Falling birth rates shift rotavirus epidemics
Fewer births in states such as California may be delaying the annual onset of a common intestinal virus in the southwest, according to epidemiologists.

New online publication for the molecular life sciences
Cold Spring Harbor Laboratory Press today launched a new monthly publication, Cold Spring Harbor Perspectives in Biology, that provides comprehensive, systematically structured surveys of research in exciting areas of molecular and cellular biology, genetics, developmental biology, neuroscience, cancer biology and molecular pathology.

La Jolla Institute discovers genetic trigger for disease-fighting antibodies
A research team led by the La Jolla Institute for Allergy & Immunology has identified the specific gene which triggers the body to produce disease-fighting antibodies -- a seminal finding that clarifies the exact molecular steps taken by the body to mount an antibody defense against viruses and other pathogens.

Edible coating makes fish filets longer-lasting, healthier
Consumers may soon be able to eat longer-lasting, potentially healthier fish filets.

Researchers discover evolutionary event underlying the origin of dachshunds, dogs with short legs
A single evolutionary event appears to explain the short, curved legs that characterize all of today's dachshunds, corgis, basset hounds and at least 16 other breeds of dogs, a team led by the National Human Genome Research Institute, part of the National Institutes of Health, reported today.

Solar cycle linked to global climate, drives events similar to El Nino, La Nina
New research shows that maximum solar activity and its aftermath have impacts on Earth that resemble La Niña and El Niño events in the tropical Pacific Ocean.

Higher speed limits cost lives
The repeal of the federal speed control law in 1995 has resulted in an increase in road fatalities and injuries, according to researchers at the University of Illinois at Chicago School of Public Health.

Learning is social, computational, supported by neural systems linking people
Education is on the cusp of a transformation because of recent scientific findings in neuroscience, psychology, and machine learning that are converging to create foundations for a new science of learning.

Less trouble at mill, thanks to earthworms
Waste from the textiles industry could with the assistance of earthworms and some animal manure become a rich compost for agriculture, according to a report in the International Journal of Environment and Pollution.

Knowing me, myself and I: What psychology can contribute to self-knowledge
How well do you know yourself? It's a question many of us struggle with, as we try to figure out how close we are to who we actually want to be.

Cost-effective strategy to screen second primary colorectal cancers in cancer survivors
To suggest a feasible economic strategy for second primary colorectal cancer screening of cancer survivors in Korea, a research group constructed a decision-analytic model, compared cost-effectiveness results of cancer screening in male cancer survivors.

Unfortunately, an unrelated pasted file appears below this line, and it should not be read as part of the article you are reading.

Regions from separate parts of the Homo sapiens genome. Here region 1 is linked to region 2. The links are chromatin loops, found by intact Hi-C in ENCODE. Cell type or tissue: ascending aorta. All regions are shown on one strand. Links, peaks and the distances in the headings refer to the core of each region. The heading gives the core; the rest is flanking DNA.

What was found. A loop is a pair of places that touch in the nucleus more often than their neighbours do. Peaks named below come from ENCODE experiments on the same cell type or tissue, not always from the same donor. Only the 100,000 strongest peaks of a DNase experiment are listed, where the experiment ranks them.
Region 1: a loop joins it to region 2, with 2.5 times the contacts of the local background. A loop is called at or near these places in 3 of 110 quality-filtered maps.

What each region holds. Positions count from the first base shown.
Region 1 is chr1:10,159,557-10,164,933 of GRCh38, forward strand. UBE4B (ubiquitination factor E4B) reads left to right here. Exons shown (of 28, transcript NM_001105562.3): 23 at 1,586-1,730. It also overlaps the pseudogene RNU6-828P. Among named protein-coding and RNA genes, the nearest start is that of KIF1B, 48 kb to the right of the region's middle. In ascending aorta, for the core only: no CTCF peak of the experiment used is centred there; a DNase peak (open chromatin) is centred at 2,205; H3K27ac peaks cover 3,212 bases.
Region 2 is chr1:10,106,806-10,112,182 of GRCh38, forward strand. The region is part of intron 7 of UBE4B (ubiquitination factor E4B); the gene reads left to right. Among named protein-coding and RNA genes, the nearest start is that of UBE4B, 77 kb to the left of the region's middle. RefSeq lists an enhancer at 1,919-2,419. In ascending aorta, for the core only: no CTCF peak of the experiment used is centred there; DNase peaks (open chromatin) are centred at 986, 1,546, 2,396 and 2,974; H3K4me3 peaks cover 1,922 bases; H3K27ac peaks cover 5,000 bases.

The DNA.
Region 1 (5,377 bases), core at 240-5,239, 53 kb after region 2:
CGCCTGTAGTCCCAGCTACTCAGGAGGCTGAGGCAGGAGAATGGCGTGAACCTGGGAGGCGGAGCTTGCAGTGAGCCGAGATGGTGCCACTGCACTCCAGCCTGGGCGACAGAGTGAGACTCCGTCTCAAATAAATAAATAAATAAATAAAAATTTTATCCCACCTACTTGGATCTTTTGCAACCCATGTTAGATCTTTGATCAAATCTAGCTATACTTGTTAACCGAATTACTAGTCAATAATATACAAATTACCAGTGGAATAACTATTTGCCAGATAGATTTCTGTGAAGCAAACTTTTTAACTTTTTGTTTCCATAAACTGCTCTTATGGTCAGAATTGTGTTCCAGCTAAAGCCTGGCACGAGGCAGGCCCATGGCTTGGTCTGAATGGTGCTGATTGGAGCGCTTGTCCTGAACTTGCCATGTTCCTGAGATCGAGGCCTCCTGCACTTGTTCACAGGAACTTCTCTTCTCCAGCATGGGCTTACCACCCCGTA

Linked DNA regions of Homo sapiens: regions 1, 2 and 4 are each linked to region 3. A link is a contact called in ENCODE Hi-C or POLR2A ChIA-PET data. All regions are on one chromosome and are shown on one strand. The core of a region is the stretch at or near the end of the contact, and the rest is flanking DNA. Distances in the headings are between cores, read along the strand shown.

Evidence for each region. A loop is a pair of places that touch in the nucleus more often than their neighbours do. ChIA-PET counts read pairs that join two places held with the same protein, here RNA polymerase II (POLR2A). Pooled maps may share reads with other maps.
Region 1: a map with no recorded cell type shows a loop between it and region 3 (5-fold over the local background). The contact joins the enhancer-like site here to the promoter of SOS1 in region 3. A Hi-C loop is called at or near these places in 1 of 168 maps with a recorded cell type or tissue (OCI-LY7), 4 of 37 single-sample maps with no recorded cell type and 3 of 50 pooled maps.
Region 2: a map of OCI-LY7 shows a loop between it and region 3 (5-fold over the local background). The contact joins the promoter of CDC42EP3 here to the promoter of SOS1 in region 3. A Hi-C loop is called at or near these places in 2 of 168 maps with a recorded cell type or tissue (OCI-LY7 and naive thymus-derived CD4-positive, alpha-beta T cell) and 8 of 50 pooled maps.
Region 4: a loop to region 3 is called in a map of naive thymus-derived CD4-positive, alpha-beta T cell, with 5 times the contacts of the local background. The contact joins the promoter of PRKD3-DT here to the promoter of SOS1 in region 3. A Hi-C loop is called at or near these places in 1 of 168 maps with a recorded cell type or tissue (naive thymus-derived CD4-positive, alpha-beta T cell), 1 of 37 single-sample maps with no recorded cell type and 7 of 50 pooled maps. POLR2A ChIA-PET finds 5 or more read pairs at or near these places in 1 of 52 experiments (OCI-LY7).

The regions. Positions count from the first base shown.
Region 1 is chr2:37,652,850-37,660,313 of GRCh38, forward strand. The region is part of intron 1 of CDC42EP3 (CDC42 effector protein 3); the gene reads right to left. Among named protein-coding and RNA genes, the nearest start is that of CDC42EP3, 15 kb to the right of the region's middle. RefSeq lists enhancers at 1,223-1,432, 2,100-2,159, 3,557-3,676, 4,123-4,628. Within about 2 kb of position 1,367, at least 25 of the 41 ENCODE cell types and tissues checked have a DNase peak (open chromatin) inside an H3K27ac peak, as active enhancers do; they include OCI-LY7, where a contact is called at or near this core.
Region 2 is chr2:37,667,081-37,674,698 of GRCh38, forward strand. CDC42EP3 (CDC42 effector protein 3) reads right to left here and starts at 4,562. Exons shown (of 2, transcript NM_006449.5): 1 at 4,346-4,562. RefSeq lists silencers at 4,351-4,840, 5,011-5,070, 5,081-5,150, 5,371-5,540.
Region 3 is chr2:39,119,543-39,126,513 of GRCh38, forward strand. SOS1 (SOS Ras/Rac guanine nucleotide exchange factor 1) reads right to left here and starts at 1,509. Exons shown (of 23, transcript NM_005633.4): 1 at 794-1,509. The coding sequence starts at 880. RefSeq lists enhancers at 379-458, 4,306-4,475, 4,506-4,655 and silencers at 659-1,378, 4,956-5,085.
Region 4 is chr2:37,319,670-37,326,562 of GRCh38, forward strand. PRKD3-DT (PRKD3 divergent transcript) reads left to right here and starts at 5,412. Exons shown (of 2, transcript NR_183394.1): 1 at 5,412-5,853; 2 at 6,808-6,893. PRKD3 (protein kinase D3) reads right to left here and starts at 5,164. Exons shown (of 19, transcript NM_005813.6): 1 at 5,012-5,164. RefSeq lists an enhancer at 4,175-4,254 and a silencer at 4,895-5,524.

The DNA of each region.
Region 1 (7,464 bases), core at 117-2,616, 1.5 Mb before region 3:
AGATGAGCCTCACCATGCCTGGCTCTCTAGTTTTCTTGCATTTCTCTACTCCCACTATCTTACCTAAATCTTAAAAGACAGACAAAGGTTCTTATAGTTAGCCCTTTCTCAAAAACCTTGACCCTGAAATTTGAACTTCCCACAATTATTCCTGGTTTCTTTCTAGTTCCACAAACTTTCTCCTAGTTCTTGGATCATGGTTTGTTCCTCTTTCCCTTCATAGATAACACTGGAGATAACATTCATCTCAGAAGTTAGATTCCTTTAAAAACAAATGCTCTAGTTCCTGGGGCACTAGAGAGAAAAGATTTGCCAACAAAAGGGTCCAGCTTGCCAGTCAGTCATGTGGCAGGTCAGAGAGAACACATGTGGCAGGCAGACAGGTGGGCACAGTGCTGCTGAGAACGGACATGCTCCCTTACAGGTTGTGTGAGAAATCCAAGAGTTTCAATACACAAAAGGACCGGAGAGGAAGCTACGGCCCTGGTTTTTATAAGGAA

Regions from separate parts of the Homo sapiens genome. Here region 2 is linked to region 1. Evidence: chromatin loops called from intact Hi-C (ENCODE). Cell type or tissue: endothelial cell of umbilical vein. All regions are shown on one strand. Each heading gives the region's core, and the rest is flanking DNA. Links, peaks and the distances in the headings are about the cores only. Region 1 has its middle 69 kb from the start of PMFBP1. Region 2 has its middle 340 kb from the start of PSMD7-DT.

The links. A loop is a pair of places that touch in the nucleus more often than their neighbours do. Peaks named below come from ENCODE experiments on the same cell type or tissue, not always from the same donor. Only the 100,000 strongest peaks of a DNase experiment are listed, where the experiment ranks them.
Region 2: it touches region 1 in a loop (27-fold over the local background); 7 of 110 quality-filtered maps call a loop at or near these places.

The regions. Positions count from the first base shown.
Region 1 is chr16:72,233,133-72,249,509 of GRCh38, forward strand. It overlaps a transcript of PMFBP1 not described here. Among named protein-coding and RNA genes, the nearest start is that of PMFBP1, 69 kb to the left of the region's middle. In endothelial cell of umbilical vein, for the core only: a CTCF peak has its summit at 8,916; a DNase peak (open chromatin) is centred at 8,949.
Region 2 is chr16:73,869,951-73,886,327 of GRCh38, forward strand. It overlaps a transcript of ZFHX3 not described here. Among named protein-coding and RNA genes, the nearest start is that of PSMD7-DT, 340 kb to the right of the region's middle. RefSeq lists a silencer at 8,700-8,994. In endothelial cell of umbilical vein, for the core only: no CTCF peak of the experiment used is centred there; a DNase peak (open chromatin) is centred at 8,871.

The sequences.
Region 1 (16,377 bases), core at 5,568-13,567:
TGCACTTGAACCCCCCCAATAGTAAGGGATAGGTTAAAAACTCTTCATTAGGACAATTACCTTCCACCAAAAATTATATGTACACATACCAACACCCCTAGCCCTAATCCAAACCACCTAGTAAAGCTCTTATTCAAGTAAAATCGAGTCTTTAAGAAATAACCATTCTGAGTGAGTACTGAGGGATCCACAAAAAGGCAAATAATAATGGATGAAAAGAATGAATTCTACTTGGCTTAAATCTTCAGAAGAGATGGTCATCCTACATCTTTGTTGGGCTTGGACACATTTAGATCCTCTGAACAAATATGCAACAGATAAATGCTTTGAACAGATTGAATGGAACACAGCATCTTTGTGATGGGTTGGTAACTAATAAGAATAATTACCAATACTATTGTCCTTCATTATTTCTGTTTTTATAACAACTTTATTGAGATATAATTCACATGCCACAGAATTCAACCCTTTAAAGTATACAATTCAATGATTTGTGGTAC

Circumcision of HIV-infected men does not reduce HIV transmission to female partners
A randomized trial in Uganda has shown that circumcision of HIV-infected men does not reduce HIV transmission to female partners.

Doctors angry about BNP campaign tactics
Correspondence and a linked editorial in this week's Lancet criticize the election tactics employed by the British National Party prior to the recent European Elections.

1 small step in the search for moonwalk tapes
The world will get the first glimpse of what the historic Apollo 11 moonwalk really looked like thanks to the exceptional footage taken from Australian telescopes on July 21 (Australian time), 1969.

Baking soda: For cooking, cleaning and kidney health?
A daily dose of sodium bicarbonate -- baking soda, already used for baking, cleaning, acid indigestion, sunburn and more -- slows the decline of kidney function in some patients with advanced chronic kidney disease, reports an upcoming study in the Journal of the American Society of Nephrology.

New information about DNA repair mechanism could lead to better cancer drugs
Researchers at Washington University School of Medicine in St. Louis have shed new light on a process that fixes breaks in the genetic material of the body's cells.

Researchers find that eating high levels of fructose impairs memory in rats
Researchers at Georgia State University have found that diets high in fructose -- a type of sugar found in most processed foods and beverages -- impaired the spatial memory of adult rats.

Researchers uncover genetic variants linked to blood pressure in African-Americans
A team led by researchers from the National Institutes of Health today reported the discovery of five genetic variants related to blood pressure in African-Americans, findings that may provide new clues to treating and preventing hypertension.

Technology is key for biofuel success
To make the conversion of biomass to biofuels more cost-effective, new technologies are essential, according to Dr.